R: I would say it’s probably something waiting in the wings at the moment. But otherwise I would say ‘Crave You’ which was one of the first songs I released is actually one of my most vulnerable songs too. It looks at someone not really caring about you anymore and every part of you shouldn’t really like them as a person but i guess it’s that security of being in a relationship and that routine that you crave that makes you want them again. That song was really personal and was just me being my honest self but there are definitely some songs that I haven’t released yet that are my most vulnerable tracks to date. 

TB: Does it create a pressure for you as an artist to deliver a level of quality that you think will succeed those numbers you’re seeing on Spotify, Apple Music and YouTube? 

R: Yeah, I think it would definitely be a lie of me to say that I don’t feel that pressure because I would say I am a perfectionist when it comes to wanting everything I release to be of an incredible quality. So I think I do naturally feel that pressure just like any artist would feel that pressure too. I also think you have to let that pressure subside and trust that it’s worked before and let the music come naturally and experience life because that’s the only way. 

TB: I guess you could say that you’ve got nothing to regret about it 

R: Oh my god, it has literally become the pun of the year *laughs*. Have you seen the movie We’re The Millers?

TB: Yeah I have! *laughs* 

R: Well for Halloween I was going to dress up as that guy who has “no regrets” on his forehead but I thought it would be too much. So maybe next year i will do that *laughs*. Hashtag no regrets!

TB: Oh my god, you should tattoo that on you “hashtag no regrets” 

R: Yes I should, I would totally not regret that *laughs*. Actually, maybe when I’m drunk I will get a drunk tattoo and get that. 

TB: You’re currently on the road with Dean Lewis for his massive sold out tour of Australia. So what is one emotion that you want people to walk away from your set feeling?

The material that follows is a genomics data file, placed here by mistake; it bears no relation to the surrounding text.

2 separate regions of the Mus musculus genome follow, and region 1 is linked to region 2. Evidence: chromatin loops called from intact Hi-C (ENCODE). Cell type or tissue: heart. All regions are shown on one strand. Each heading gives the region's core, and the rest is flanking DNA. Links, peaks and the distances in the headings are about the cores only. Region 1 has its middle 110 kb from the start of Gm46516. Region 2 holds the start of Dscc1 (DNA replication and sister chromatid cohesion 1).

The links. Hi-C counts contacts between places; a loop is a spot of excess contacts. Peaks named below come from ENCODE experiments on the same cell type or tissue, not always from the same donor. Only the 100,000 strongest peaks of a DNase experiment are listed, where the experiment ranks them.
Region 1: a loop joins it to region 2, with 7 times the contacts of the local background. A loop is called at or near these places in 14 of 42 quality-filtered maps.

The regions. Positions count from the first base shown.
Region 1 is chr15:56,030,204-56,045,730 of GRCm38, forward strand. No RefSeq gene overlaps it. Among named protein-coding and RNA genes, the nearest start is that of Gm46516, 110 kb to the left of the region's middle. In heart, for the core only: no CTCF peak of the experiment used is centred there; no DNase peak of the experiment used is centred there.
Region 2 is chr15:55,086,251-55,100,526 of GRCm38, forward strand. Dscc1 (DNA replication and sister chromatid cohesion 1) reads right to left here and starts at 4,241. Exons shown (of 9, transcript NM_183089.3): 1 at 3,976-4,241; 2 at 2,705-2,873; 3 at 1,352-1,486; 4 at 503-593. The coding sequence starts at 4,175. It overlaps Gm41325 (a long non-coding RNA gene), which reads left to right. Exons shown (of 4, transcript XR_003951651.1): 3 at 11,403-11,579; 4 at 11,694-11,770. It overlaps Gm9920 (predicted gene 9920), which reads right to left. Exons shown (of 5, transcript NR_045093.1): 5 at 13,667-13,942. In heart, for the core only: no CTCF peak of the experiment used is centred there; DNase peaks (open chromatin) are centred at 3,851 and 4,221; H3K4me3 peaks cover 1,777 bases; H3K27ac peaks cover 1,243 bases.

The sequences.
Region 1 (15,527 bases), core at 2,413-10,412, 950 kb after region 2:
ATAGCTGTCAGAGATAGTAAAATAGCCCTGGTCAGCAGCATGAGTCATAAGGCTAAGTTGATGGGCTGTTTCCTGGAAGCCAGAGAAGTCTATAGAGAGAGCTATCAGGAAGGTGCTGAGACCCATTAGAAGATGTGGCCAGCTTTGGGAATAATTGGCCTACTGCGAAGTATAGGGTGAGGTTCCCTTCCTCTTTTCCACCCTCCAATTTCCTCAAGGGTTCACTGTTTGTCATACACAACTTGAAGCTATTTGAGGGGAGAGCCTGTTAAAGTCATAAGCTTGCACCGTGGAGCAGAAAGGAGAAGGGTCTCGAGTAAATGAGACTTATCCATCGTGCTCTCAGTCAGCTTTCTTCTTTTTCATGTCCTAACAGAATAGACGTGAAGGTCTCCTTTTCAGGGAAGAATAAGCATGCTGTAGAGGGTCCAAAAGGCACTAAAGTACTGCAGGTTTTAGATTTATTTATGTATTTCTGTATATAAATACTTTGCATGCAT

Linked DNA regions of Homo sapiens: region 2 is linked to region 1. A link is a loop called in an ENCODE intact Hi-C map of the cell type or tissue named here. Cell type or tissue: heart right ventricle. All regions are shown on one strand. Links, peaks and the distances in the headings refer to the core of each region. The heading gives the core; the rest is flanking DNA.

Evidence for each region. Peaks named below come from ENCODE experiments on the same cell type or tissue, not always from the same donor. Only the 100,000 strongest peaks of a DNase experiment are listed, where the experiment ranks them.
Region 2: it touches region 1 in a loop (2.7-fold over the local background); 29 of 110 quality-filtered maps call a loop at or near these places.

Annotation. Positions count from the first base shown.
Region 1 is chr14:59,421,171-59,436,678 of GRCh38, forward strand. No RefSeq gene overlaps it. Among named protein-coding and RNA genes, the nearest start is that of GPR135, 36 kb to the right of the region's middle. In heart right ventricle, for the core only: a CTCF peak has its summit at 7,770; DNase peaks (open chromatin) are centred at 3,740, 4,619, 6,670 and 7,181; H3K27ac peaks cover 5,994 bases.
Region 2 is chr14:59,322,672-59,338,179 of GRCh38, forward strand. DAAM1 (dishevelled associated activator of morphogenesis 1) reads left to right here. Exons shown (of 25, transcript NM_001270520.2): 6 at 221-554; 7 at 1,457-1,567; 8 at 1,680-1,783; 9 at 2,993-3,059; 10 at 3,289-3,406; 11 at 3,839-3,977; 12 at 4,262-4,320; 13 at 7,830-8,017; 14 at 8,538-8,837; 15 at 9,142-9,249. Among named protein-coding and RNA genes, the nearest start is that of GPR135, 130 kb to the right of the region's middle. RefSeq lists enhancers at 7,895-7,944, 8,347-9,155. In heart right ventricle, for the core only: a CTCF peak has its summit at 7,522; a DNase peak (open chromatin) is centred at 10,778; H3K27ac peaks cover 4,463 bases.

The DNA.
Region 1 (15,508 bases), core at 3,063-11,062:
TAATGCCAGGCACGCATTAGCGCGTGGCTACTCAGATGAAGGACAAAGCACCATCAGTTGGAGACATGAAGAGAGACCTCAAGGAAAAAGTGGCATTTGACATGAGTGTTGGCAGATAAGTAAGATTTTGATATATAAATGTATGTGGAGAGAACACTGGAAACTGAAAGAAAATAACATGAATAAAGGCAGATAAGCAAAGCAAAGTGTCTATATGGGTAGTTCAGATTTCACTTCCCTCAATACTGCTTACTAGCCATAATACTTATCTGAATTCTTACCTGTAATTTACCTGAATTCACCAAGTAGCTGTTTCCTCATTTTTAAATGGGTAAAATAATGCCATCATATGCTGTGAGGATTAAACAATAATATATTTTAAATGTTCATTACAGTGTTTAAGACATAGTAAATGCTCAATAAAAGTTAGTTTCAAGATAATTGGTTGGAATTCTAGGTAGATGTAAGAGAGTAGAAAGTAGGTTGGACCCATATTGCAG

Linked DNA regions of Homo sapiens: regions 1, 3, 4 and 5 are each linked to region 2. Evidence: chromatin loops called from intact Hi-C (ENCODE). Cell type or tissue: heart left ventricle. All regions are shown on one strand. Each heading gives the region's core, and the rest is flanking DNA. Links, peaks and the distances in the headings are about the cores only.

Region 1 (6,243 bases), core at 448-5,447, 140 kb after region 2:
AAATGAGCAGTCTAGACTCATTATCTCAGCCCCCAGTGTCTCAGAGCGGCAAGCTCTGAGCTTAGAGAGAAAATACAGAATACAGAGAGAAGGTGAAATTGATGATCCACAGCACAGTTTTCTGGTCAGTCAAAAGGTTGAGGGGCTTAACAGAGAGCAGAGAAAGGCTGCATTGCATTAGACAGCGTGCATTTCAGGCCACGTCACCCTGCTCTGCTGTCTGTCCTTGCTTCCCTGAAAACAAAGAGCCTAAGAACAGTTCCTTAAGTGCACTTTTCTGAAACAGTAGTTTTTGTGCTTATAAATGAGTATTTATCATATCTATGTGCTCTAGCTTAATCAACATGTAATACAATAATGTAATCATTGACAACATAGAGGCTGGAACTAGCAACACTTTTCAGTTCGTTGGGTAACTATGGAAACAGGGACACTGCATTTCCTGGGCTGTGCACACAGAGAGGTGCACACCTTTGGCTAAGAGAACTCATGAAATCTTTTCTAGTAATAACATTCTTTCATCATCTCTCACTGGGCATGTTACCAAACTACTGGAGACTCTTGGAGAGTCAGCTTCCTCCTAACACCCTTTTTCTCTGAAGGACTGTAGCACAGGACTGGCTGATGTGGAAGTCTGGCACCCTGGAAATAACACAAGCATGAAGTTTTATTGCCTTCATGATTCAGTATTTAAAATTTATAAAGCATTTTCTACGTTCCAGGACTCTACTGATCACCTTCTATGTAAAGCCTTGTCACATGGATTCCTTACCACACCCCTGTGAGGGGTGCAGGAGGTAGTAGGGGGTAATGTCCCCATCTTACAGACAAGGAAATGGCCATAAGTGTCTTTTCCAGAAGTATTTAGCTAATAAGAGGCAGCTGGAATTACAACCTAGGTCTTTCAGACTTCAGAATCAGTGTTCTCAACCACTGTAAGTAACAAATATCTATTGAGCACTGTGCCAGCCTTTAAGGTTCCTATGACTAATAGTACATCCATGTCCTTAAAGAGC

R: Badass is the whole vibe I’m going for! As well as unapologetic and super upbeat happy vibes. I want people to really feel all the energy that I’m putting into the show. 

TB: You’ve done a bit of touring and shows this year, including a massive run of European shows with Hayley Kiyoko. 

 R: Yes! That tour was SO much fun. I think it was really where I really learnt to be myself on stage which has been such a fun process to figure out. So this year has been full of touring and next year will even be more intense so I cant wait! 

TB: So what was one of your favourite or funniest memories from that run of dates?

R: Oh, one of my favourite memories was definitely dressing up as KISS for Halloween with my band. We were literally the only ones in Amsterdam dressed up. My drummer had this long wig and it was so ridiculous, Alex my keyboardist is really good at make up so he looked amazing and the rest of us had this Joker vibe going on. And every bar we went into, they would put on a Kiss song after we walked in and it was so hilarious *laughs*. 

TB: Hayley Kiyoko is an incredible and unique artist, so did you take away anything from your time on the road with her? 

R: She was just so incredible! She is a person that has so much love and positivity within her. And I think watching her was so amazing because her fans are so loving and accepting. And even with me they were so in the moment which was cool. I honestly think you attract people that are like you and she’s drawn in a fanbase full of loving, accepting and positive people and I think that’s just because of who she is as a person. So yeah I definitely found that really inspiring. 

TB: 2018 has been a bit of a weird year so what song would you say has become your soundtrack of the year?

R: ‘New Rules’ by Dua Lipa is such a banger! And anything by Sigrid is amazing! Like ‘Don’t kill My Vibe’ is such a vibe *laughs*. But I will also go crazy anytime I hear an ABBA song so I feel like they will always be the soundtrack to my life. 

TB: Lets play a little game where you answer these questions with the first thing that comes to mind…

R: Okay, I love games! I’m ready! 

TB: If I could collaborate with any artist it would be…

R: Dang this is hard… oh wait, Miley Cyrus for sure! 

TB: Most people think I…

R: I guess from my songs and stage presence they think I’m gonna be a certain way but then I start talking and they are like “oh my god she is mental and crazy and has so much energy”. So I guess it’s that contrast of moody music but she’s crazy too. 

TB: The emoji that best describes my new single Medicine is…

R: The broken heart one! 

TB: My morning pump up song is…

R: ‘Yes Sir I Can Boogie’ from Baccara.

TB: Pineapple on pizza is…

R: Delicious!